Dr Angela Bartie (BA (Hons), PhD)

Senior Lecturer; Scottish History


I graduated with an Honours degree in History from the University of Strathclyde in 2001 and was formally awarded my PhD from the University of Dundee in 2007. I joined the Scottish Oral History Centre at the University of Strathclyde as a Research Fellow in 2006, where I worked with Arthur McIvor (Director) and others to transform the Centre from a small, internal body to a recognised centre for research and teaching in oral history. Between 2006 and 2009, I worked as a researcher on a number of projects exploring aspects of twentieth century Scottish history: the history of occupational health (at University of Strathclyde), an oral history of industrial chaplains (Glasgow Caledonian University), and on the policing of youth in post-war Britain (with Louise A. Jackson, University of Edinburgh). I also undertook advisory roles in Heritage Lottery Funded and community-based oral history projects.

In 2010, I was appointed as a Lecturer in History at the University of Strathclyde where I taught modern Scottish and British history, and developed new courses on youth in post-war Britain and on the theory and practice of oral history. In 2010-11, I was Acting Director of the Scottish Oral History Centre and, with Arthur McIvor, helped to design a purpose-built Lab and Archive for the Centre (opened 2012).

I joined the School of History, Classics and Archaeology at the University of Edinburgh in 2014 and was promoted to Senior Lecturer in 2017.

Responsibilities & affiliations

  • Trustee and Executive Committee Member, Scottish Oral History Group.     

Undergraduate teaching

Culture and the Arts in Post-war Scotland (4MA)

Contributions to pre-Honours courses: The Historian's Toolkit, The History of Edinburgh, Themes in Scottish History since 1560

Hons dissertation supervision

Postgraduate teaching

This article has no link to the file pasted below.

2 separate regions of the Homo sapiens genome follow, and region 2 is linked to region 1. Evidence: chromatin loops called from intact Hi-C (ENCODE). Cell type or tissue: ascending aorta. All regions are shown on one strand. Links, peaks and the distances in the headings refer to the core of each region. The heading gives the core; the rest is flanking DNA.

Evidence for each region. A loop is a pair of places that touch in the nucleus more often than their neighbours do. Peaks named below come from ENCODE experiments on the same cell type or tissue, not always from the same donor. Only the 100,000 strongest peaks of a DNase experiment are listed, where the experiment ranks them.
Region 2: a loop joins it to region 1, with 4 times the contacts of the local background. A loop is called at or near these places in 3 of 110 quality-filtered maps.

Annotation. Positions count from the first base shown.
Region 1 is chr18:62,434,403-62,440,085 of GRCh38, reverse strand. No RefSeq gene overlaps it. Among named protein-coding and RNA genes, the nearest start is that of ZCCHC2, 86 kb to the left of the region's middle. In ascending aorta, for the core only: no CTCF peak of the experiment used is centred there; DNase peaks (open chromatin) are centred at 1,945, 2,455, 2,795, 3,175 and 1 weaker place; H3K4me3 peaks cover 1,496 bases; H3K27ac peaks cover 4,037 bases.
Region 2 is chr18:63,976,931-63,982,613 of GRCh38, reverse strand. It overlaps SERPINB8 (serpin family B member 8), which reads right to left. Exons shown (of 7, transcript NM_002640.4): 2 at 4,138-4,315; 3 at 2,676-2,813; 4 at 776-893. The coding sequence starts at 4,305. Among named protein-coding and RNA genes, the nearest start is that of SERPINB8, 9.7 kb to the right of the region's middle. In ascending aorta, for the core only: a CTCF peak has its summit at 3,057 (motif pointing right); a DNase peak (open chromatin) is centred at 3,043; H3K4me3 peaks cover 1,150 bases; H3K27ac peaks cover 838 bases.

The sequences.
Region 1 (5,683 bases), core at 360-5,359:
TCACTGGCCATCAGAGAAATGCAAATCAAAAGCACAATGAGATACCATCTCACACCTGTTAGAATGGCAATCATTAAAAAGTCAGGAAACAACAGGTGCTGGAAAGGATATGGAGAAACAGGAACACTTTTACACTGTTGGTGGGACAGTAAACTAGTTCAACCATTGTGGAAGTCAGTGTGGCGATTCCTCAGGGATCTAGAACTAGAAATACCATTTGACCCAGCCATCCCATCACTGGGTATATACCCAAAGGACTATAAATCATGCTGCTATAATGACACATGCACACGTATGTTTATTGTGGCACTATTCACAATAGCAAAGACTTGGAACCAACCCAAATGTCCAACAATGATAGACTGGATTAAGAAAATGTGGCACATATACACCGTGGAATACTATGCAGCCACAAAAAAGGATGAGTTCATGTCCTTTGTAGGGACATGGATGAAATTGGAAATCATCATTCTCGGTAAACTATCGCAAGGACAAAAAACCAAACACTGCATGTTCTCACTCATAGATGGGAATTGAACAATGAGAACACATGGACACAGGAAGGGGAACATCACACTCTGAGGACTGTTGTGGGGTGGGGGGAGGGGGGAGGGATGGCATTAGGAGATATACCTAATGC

Co-Programme Director and Cohort Lead MSc History (online)

Course Organiser Historical Research: Approaches to History (online)

Open to PhD supervision enquiries?


Areas of interest for supervision

Happy to discuss research proposals in various aspects of modern social and cultural history, including the arts and culture in modern Scotland and youth and youth culture in modern Britain. 

Current PhD students supervised

Nikki Glencross, Money is Not Enough: An Analysis on Women’s Professional Wrestling, 1986-2019 (co-supervise with Dr David Kaufman)

Helen Lowe, The development of technical and vocational education in Scottish secondary schooling (c.1976-1990) (co-supervise with Prof Ewen Cameron)

Sarah Mason, Bin Lid Brigades and Mummy’s Little Helpers:  An Oral History Investigation of Communal Networks amongst the Women of West Belfast between 1970 – 1985 (co-supervise with Prof Enda Delaney)

Willem Pauw, Transnational Identity and Culture: The Chinese in Scotland (second supervisor)

Shilpa T-Hyland, Talking to Ghosts: The Twenty-First Century History Play (second supervisor, external - lead supervisor, Dr Marc Silberschatz, Royal Conservatoire of Scotland)

Past PhD students supervised

Lucy Brown, The Community Arts Movement in Scotland, 1962-1990. PhD Awarded 2019.

Aimee McCullough, Working-class Fatherhood and Masculinity in west-central Scotland, c. 1970-1995. PhD Awarded 2017.

Kate Wilson, Current Living Places and Future Utopias: Community Writing in Glasgow 1997–1990 (co-supervised with Dr Eleanor Bell, University of Strathclyde). PhD Awarded 2022.  Thesis awarded The Ross Roy Medal for the best PhD thesis submitted on a subject relating to Scottish literature (Saltire Society Awards 2022).

Research summary


  • Britain & Ireland
  • Scotland


  • Culture
  • Gender
  • Religion
  • Society


  • Twentieth Century & After

Current research interests